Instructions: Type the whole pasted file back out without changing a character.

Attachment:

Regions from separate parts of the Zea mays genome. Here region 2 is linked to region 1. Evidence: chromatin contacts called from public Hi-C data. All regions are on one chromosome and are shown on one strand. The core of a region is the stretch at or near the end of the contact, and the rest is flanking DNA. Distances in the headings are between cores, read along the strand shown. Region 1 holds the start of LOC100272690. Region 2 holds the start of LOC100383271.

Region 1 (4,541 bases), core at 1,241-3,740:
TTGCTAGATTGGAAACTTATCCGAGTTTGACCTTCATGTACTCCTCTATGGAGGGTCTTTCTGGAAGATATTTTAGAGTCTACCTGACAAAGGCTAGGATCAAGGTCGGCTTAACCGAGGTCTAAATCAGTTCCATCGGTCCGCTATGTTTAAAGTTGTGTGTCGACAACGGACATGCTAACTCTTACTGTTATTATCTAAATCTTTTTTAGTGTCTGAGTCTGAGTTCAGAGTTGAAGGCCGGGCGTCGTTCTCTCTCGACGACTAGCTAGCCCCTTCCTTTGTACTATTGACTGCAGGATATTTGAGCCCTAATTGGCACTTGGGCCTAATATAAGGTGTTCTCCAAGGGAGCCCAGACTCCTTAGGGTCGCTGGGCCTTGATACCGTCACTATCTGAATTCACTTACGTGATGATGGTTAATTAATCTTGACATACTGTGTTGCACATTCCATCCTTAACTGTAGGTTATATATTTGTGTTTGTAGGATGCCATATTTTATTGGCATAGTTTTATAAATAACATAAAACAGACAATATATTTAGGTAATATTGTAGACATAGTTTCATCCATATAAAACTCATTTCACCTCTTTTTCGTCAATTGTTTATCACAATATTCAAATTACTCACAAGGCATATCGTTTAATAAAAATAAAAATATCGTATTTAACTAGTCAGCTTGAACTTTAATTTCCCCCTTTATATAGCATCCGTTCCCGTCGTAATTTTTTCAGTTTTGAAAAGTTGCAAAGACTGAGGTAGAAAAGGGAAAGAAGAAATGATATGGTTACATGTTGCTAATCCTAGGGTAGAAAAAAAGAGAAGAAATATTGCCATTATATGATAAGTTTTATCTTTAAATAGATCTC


Regions from separate parts of the Zea mays genome. Here region 2 is linked to region 1. Evidence: chromatin contacts called from public Hi-C data. All regions are on one chromosome and are shown on one strand. The core of a region is the stretch at or near the end of the contact, and the rest is flanking DNA. Distances in the headings are between cores, read along the strand shown. Region 1 holds the start of LOC100272690. Region 2 holds the start of LOC100383271.

Region 1 (4,541 bases), core at 1,241-3,740:
TTGCTAGATTGGAAACTTATCCGAGTTTGACCTTCATGTACTCCTCTATGGAGGGTCTTTCTGGAAGATATTTTAGAGTCTACCTGACAAAGGCTAGGATCAAGGTCGGCTTAACCGAGGTCTAAATCAGTTCCATCGGTCCGCTATGTTTAAAGTTGTGTGTCGACAACGGACATGCTAACTCTTACTGTTATTATCTAAATCTTTTTTAGTGTCTGAGTCTGAGTTCAGAGTTGAAGGCCGGGCGTCGTTCTCTCTCGACGACTAGCTAGCCCCTTCCTTTGTACTATTGACTGCAGGATATTTGAGCCCTAATTGGCACTTGGGCCTAATATAAGGTGTTCTCCAAGGGAGCCCAGACTCCTTAGGGTCGCTGGGCCTTGATACCGTCACTATCTGAATTCACTTACGTGATGATGGTTAATTAATCTTGACATACTGTGTTGCACATTCCATCCTTAACTGTAGGTTATATATTTGTGTTTGTAGGATGCCATATTTTATTGGCATAGTTTTATAAATAACATAAAACAGACAATATATTTAGGTAATATTGTAGACATAGTTTCATCCATATAAAACTCATTTCACCTCTTTTTCGTCAATTGTTTATCACAATATTCAAATTACTCACAAGGCATATCGTTTAATAAAAATAAAAATATCGTATTTAACTAGTCAGCTTGAACTTTAATTTCCCCCTTTATATAGCATCCGTTCCCGTCGTAATTTTTTCAGTTTTGAAAAGTTGCAAAGACTGAGGTAGAAAAGGGAAAGAAGAAATGATATGGTTACATGTTGCTAATCCTAGGGTAGAAAAAAAGAGAAGAAATATTGCCATTATATGATAAGTTTTATCTTTAAATAGATCTC